On January 31, 2014, the SEC’s Division of Trading and Markets in fact did issue a no-action letter stating that “M&A Brokers,” defined as persons engaged in the business of effecting securities transactions solely in connection with the transfer of ownership and control of private companies, could, subject to certain conditions, engage in that activity without broker-dealer registration. The letter was a significant departure from the SEC’s long-held view that persons receiving transaction-based compensation in connection with acquisition transactions in securities must register. PE advisers do not necessarily fit within the no-action letter’s definition of an M&A Broker, and may not satisfy some of the conditions set forth in the letter. Nevertheless, at the time of the M&A Brokers letter, it was thought by some commentators that, in light of the prior remarks by Mr. Blass, the letter might be good news for PE advisers receiving transaction fees from portfolio companies.
During this period, SEC examiners continued to raise the registration issue in examinations of newly registered PE advisers. In that connection, an industry group took the position that PE advisers provide investment advisory services and expertise to their affiliated funds and portfolio companies and do not engage in traditional broker-dealer activity such as widespread solicitation of investors, that receipt of transaction fees alone does not transform an investment adviser into a broker-dealer, that management fee offsets benefit fund investors, that in contrast to brokers which act as intermediaries, PE advisers have a significant economic stake in portfolio companies, and that PE advisers act as owners on behalf of their funds and portfolio companies.
Late in 2014, an SEC staffer commented on the transaction fee issue. He said the perception of the Division of Trading and Markets was that the industry had “self-corrected” to some extent, with the 100% management fee offset in some cases, and with running the fees through affiliated broker-dealers in others. He said the Division was mindful that this was a historic practice in the industry. He thought the best way to address it was through forward-looking guidance via a Q&A or a no-action letter and not through enforcement actions (at least in the absence of other unlawful conduct like bad disclosure and improper expense allocation).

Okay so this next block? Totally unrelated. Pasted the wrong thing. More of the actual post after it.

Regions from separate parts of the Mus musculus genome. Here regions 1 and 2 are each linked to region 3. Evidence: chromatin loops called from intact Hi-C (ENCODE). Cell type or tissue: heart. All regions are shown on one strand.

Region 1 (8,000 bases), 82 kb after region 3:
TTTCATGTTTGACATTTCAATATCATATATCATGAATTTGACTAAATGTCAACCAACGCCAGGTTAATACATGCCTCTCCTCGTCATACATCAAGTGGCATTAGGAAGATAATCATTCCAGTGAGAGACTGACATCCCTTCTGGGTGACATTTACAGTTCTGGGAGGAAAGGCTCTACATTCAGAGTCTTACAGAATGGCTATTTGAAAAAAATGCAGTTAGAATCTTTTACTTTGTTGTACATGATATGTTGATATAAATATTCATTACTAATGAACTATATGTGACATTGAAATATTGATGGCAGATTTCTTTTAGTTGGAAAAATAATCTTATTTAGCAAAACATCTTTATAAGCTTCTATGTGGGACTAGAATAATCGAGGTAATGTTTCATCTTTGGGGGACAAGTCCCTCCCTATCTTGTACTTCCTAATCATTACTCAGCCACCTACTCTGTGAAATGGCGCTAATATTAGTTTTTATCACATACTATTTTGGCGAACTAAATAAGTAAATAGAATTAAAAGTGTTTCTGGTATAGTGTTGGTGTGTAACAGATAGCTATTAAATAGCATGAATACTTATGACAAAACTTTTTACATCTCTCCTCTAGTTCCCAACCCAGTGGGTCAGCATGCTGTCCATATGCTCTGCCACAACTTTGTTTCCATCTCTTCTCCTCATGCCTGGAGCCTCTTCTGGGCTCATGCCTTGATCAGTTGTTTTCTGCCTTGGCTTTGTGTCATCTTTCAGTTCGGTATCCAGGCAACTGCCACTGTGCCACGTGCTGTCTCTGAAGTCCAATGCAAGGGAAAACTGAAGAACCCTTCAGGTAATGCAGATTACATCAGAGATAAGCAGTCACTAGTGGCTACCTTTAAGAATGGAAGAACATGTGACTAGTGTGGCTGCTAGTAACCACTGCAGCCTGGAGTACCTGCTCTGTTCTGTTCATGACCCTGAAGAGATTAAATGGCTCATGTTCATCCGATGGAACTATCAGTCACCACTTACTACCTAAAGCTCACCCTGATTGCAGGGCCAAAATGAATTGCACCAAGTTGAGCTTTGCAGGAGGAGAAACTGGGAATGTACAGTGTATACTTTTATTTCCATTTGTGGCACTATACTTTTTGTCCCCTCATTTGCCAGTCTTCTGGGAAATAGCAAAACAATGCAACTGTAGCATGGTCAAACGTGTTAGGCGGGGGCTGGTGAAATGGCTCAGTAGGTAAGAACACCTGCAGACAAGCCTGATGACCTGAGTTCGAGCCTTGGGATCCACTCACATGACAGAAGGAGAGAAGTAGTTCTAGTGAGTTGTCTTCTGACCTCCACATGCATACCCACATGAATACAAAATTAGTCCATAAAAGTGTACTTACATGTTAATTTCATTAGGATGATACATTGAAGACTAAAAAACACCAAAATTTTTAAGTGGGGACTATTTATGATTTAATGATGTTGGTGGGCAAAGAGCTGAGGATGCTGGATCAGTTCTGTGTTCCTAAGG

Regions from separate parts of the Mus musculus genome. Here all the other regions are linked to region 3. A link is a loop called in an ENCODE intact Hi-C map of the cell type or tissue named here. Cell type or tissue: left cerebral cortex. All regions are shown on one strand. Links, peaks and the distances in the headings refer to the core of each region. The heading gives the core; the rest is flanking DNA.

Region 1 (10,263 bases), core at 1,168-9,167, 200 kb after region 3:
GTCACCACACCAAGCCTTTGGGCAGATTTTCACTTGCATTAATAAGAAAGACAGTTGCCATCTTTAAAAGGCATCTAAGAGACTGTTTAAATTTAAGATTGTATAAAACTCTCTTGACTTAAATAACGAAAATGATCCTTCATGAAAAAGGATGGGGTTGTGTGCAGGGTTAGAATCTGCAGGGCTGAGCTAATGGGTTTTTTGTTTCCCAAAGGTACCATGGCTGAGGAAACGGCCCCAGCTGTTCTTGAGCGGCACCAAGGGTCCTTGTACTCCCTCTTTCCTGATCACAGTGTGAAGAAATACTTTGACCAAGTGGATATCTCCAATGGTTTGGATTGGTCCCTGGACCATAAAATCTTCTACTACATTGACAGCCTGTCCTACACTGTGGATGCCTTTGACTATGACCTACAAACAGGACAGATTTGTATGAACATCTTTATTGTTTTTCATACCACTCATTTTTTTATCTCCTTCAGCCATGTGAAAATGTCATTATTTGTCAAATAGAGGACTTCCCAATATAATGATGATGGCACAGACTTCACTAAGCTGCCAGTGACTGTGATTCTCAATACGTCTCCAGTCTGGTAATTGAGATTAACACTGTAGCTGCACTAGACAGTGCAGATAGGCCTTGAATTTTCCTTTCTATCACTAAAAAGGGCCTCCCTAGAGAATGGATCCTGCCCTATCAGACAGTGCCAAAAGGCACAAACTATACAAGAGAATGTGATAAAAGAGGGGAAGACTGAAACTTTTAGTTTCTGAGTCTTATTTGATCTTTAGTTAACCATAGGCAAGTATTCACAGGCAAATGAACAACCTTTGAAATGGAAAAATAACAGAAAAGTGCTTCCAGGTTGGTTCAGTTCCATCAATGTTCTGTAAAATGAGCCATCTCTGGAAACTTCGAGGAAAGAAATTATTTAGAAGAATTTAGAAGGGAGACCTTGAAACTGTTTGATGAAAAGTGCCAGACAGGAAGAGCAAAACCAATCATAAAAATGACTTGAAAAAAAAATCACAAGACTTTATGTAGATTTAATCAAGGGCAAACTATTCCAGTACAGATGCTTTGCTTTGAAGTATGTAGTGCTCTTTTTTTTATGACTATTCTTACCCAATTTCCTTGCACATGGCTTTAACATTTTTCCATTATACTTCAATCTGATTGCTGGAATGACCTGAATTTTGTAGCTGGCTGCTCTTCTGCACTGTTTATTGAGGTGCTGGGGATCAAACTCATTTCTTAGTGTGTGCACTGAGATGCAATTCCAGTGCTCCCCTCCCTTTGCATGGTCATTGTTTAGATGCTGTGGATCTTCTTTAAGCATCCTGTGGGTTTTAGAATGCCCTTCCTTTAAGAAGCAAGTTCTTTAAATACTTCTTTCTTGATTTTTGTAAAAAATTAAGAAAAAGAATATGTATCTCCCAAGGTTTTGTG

Although the Blackstreet enforcement action does, as noted, include Advisers Act violations, the SEC’s press release clearly emphasizes the failure to register and includes the following statement by Andrew J. Ceresney, Director of the SEC Enforcement Division: “The rules are clear: before a firm provides brokerage services and receives compensation in return, it must be properly registered within the regulatory framework that protects investors and informs our markets. Blackstreet clearly acted as a broker without fulfilling its registration obligations.”
An SEC administrative proceeding settlement does not have precedential value and of course depends on the facts of the case. However, the order suggests that the SEC now may not see any distinction between the activities of PE advisers and other persons engaged in the business of effecting securities transactions for others and therefore subject to registration. To that extent, prior Staff comments with implications to the contrary should be questioned. It now appears that the SEC may apply traditional broker-dealer analysis to the registration question for PE advisers, which is hard to square with the policy judgment presumably underlying the M&A Brokers no-action letter that brokerage activity in connection with change in control transactions of private companies does not require registration.